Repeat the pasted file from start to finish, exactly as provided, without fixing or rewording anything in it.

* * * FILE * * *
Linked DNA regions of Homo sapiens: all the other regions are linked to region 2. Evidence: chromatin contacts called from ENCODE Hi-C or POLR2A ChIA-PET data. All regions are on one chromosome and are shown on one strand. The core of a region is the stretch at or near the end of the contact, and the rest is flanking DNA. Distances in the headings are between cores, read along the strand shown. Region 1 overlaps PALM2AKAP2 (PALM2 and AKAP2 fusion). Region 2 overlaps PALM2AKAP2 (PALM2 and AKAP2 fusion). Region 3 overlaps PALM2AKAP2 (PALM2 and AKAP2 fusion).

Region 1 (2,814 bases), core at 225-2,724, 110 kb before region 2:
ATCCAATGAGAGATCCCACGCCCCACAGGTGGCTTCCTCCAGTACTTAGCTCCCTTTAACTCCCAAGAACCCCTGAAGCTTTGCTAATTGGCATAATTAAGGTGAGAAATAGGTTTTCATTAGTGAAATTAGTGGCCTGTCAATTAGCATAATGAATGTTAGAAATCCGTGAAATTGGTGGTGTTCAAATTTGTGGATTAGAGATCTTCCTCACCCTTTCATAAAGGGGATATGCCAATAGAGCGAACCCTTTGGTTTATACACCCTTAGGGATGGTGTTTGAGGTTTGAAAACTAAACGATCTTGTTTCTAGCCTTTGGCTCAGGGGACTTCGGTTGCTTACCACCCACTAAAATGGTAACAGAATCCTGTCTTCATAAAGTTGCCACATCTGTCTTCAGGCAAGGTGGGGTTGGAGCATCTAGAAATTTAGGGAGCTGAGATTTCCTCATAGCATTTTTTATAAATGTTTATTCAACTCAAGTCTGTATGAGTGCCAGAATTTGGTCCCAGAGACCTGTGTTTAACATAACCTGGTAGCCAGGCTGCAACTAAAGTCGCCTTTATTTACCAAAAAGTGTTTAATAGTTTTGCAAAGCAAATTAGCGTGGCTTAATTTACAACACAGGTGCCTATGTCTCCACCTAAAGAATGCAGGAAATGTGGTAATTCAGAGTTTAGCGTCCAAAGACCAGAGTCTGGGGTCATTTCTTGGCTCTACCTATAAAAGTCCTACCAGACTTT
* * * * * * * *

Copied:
Linked DNA regions of Homo sapiens: all the other regions are linked to region 2. Evidence: chromatin contacts called from ENCODE Hi-C or POLR2A ChIA-PET data. All regions are on one chromosome and are shown on one strand. The core of a region is the stretch at or near the end of the contact, and the rest is flanking DNA. Distances in the headings are between cores, read along the strand shown. Region 1 overlaps PALM2AKAP2 (PALM2 and AKAP2 fusion). Region 2 overlaps PALM2AKAP2 (PALM2 and AKAP2 fusion). Region 3 overlaps PALM2AKAP2 (PALM2 and AKAP2 fusion).

Region 1 (2,814 bases), core at 225-2,724, 110 kb before region 2:
ATCCAATGAGAGATCCCACGCCCCACAGGTGGCTTCCTCCAGTACTTAGCTCCCTTTAACTCCCAAGAACCCCTGAAGCTTTGCTAATTGGCATAATTAAGGTGAGAAATAGGTTTTCATTAGTGAAATTAGTGGCCTGTCAATTAGCATAATGAATGTTAGAAATCCGTGAAATTGGTGGTGTTCAAATTTGTGGATTAGAGATCTTCCTCACCCTTTCATAAAGGGGATATGCCAATAGAGCGAACCCTTTGGTTTATACACCCTTAGGGATGGTGTTTGAGGTTTGAAAACTAAACGATCTTGTTTCTAGCCTTTGGCTCAGGGGACTTCGGTTGCTTACCACCCACTAAAATGGTAACAGAATCCTGTCTTCATAAAGTTGCCACATCTGTCTTCAGGCAAGGTGGGGTTGGAGCATCTAGAAATTTAGGGAGCTGAGATTTCCTCATAGCATTTTTTATAAATGTTTATTCAACTCAAGTCTGTATGAGTGCCAGAATTTGGTCCCAGAGACCTGTGTTTAACATAACCTGGTAGCCAGGCTGCAACTAAAGTCGCCTTTATTTACCAAAAAGTGTTTAATAGTTTTGCAAAGCAAATTAGCGTGGCTTAATTTACAACACAGGTGCCTATGTCTCCACCTAAAGAATGCAGGAAATGTGGTAATTCAGAGTTTAGCGTCCAAAGACCAGAGTCTGGGGTCATTTCTTGGCTCTACCTATAAAAGTCCTACCAGACTTT